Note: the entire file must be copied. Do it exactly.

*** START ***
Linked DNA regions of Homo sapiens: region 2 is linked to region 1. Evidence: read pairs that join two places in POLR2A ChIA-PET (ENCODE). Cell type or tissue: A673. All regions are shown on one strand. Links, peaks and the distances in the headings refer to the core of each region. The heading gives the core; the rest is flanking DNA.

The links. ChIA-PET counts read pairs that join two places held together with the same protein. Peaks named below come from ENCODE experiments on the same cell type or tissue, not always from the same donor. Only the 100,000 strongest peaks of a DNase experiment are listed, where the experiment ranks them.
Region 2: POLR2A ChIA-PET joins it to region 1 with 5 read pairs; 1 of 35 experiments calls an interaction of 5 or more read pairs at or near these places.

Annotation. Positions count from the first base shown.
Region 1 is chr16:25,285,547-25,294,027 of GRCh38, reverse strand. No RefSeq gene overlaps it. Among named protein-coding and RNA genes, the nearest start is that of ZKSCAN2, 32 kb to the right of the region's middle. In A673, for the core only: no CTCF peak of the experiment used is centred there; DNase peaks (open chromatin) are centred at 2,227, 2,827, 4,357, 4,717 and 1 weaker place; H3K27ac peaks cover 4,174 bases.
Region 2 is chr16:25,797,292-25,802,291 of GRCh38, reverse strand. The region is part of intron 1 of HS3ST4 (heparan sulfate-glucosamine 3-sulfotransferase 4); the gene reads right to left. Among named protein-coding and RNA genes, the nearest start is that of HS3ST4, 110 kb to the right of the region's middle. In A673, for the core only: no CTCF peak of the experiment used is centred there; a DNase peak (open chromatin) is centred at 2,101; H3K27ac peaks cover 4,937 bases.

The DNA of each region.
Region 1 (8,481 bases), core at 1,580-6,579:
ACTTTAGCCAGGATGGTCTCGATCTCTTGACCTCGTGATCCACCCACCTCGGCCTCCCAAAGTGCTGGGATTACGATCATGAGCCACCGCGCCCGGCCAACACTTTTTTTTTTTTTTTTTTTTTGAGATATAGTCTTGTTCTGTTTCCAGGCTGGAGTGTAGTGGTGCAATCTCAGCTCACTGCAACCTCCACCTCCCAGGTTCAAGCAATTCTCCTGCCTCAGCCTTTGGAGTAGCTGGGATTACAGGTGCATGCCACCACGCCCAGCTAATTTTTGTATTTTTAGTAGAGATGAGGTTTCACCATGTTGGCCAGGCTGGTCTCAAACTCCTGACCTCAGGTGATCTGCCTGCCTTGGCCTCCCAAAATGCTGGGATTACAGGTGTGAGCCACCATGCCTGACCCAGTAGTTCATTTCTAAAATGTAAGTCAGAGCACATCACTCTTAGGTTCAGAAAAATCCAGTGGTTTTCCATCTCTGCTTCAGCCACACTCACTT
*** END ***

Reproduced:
Linked DNA regions of Homo sapiens: region 2 is linked to region 1. Evidence: read pairs that join two places in POLR2A ChIA-PET (ENCODE). Cell type or tissue: A673. All regions are shown on one strand. Links, peaks and the distances in the headings refer to the core of each region. The heading gives the core; the rest is flanking DNA.

The links. ChIA-PET counts read pairs that join two places held together with the same protein. Peaks named below come from ENCODE experiments on the same cell type or tissue, not always from the same donor. Only the 100,000 strongest peaks of a DNase experiment are listed, where the experiment ranks them.
Region 2: POLR2A ChIA-PET joins it to region 1 with 5 read pairs; 1 of 35 experiments calls an interaction of 5 or more read pairs at or near these places.

Annotation. Positions count from the first base shown.
Region 1 is chr16:25,285,547-25,294,027 of GRCh38, reverse strand. No RefSeq gene overlaps it. Among named protein-coding and RNA genes, the nearest start is that of ZKSCAN2, 32 kb to the right of the region's middle. In A673, for the core only: no CTCF peak of the experiment used is centred there; DNase peaks (open chromatin) are centred at 2,227, 2,827, 4,357, 4,717 and 1 weaker place; H3K27ac peaks cover 4,174 bases.
Region 2 is chr16:25,797,292-25,802,291 of GRCh38, reverse strand. The region is part of intron 1 of HS3ST4 (heparan sulfate-glucosamine 3-sulfotransferase 4); the gene reads right to left. Among named protein-coding and RNA genes, the nearest start is that of HS3ST4, 110 kb to the right of the region's middle. In A673, for the core only: no CTCF peak of the experiment used is centred there; a DNase peak (open chromatin) is centred at 2,101; H3K27ac peaks cover 4,937 bases.

The DNA of each region.
Region 1 (8,481 bases), core at 1,580-6,579:
ACTTTAGCCAGGATGGTCTCGATCTCTTGACCTCGTGATCCACCCACCTCGGCCTCCCAAAGTGCTGGGATTACGATCATGAGCCACCGCGCCCGGCCAACACTTTTTTTTTTTTTTTTTTTTTGAGATATAGTCTTGTTCTGTTTCCAGGCTGGAGTGTAGTGGTGCAATCTCAGCTCACTGCAACCTCCACCTCCCAGGTTCAAGCAATTCTCCTGCCTCAGCCTTTGGAGTAGCTGGGATTACAGGTGCATGCCACCACGCCCAGCTAATTTTTGTATTTTTAGTAGAGATGAGGTTTCACCATGTTGGCCAGGCTGGTCTCAAACTCCTGACCTCAGGTGATCTGCCTGCCTTGGCCTCCCAAAATGCTGGGATTACAGGTGTGAGCCACCATGCCTGACCCAGTAGTTCATTTCTAAAATGTAAGTCAGAGCACATCACTCTTAGGTTCAGAAAAATCCAGTGGTTTTCCATCTCTGCTTCAGCCACACTCACTT